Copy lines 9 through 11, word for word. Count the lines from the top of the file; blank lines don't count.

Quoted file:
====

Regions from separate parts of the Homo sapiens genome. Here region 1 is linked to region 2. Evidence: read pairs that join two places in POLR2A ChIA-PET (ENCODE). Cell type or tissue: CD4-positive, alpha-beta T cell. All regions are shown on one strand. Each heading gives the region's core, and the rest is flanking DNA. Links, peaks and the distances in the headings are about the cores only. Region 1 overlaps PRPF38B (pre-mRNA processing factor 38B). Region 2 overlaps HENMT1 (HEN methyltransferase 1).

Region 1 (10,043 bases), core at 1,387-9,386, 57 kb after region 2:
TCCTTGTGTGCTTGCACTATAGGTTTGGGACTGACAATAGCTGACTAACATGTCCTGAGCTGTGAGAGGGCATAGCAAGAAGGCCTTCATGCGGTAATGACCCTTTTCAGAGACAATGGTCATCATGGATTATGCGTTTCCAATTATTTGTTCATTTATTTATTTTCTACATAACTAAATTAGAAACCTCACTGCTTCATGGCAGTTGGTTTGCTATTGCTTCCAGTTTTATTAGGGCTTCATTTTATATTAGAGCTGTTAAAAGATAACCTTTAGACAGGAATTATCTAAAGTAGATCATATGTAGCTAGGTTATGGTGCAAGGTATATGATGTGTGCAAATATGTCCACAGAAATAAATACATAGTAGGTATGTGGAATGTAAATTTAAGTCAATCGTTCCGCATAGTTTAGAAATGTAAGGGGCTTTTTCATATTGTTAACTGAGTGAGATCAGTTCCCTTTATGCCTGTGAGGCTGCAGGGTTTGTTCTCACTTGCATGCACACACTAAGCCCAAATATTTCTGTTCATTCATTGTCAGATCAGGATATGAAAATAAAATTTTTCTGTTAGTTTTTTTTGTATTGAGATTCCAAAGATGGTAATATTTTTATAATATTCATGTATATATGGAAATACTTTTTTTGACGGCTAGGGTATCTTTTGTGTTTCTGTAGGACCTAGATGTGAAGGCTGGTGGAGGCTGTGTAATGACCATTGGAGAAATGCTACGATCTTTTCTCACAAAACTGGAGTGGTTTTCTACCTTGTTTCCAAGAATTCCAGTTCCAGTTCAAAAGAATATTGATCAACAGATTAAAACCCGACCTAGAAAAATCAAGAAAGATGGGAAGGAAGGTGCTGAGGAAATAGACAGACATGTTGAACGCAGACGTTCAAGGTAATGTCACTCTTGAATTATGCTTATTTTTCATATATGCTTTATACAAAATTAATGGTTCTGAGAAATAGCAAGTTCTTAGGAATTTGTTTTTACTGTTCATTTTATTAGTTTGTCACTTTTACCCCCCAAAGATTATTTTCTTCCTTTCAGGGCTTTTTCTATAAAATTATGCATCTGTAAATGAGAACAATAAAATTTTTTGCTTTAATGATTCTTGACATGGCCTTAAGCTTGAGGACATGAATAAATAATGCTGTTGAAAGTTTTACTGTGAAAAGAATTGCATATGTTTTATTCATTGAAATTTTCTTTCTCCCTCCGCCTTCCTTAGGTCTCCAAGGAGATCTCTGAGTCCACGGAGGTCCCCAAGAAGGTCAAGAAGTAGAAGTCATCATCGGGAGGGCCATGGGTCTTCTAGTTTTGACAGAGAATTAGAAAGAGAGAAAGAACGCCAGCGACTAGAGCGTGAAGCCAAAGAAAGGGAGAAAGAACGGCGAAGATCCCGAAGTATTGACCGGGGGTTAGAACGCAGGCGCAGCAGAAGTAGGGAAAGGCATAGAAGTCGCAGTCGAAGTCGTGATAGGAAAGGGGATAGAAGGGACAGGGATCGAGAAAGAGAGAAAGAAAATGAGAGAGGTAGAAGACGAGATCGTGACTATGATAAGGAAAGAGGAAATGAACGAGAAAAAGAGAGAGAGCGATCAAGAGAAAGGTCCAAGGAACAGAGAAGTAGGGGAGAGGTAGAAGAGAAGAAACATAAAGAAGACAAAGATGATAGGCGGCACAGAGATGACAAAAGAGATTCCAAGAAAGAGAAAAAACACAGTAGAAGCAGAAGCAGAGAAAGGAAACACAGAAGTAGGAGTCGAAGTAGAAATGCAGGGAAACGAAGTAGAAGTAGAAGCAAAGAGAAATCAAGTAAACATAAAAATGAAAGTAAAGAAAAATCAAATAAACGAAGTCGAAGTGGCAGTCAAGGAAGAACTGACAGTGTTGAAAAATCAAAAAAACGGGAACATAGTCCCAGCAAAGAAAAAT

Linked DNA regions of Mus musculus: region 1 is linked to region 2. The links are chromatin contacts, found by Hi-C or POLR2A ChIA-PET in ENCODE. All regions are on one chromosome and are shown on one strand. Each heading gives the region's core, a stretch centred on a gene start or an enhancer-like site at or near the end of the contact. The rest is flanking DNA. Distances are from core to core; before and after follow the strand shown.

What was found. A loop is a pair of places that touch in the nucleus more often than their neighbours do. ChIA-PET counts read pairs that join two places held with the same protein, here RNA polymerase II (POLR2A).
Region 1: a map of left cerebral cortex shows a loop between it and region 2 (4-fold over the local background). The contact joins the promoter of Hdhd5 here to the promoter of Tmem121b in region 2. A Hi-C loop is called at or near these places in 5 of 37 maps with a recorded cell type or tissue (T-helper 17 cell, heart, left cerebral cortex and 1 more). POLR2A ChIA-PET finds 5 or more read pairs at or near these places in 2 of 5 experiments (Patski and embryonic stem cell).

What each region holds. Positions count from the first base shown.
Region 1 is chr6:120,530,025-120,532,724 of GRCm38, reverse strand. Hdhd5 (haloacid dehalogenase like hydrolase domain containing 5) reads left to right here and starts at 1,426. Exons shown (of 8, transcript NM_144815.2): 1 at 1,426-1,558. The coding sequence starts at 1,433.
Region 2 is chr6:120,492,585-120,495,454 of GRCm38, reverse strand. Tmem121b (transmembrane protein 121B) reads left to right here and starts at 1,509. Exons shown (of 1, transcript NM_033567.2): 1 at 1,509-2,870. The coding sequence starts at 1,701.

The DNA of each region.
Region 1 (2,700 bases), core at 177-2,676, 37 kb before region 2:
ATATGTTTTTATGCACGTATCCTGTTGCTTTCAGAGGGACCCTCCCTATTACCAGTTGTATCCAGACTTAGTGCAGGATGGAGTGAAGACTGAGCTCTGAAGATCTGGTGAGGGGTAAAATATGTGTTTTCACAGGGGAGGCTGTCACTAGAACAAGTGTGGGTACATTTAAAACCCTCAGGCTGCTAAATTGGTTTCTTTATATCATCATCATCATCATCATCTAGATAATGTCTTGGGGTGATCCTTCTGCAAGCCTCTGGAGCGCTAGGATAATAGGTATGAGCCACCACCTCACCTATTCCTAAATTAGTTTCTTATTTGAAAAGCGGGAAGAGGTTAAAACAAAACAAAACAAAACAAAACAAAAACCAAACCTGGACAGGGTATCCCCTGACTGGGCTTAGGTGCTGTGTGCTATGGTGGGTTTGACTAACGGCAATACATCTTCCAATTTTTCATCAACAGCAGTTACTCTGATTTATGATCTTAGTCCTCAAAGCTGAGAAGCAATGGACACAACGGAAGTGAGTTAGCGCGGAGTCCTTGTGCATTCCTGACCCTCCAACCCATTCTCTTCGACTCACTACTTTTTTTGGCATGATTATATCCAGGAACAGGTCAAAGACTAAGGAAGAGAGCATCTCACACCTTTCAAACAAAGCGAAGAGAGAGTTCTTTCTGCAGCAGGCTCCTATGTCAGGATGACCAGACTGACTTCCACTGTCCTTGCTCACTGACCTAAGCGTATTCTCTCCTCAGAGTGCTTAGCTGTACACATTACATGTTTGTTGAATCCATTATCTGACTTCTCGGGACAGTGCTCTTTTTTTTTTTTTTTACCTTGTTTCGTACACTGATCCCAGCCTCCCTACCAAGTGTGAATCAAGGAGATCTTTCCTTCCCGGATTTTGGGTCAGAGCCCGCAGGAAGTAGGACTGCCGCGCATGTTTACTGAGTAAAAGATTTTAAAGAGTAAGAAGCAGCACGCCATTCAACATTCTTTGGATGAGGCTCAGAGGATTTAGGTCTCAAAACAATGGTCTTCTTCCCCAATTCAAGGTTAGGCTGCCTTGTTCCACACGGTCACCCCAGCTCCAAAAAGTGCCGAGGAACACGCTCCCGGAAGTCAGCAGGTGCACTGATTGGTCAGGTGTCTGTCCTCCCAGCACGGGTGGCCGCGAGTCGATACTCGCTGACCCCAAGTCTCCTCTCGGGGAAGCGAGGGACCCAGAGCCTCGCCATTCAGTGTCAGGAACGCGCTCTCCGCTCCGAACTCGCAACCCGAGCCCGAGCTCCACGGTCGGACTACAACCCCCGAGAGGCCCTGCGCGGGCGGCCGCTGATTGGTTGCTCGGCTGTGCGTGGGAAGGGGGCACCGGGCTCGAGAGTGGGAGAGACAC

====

Region 2 is chr6:120,492,585-120,495,454 of GRCm38, reverse strand. Tmem121b (transmembrane protein 121B) reads left to right here and starts at 1,509. Exons shown (of 1, transcript NM_033567.2): 1 at 1,509-2,870. The coding sequence starts at 1,701.

The DNA of each region.
Region 1 (2,700 bases), core at 177-2,676, 37 kb before region 2: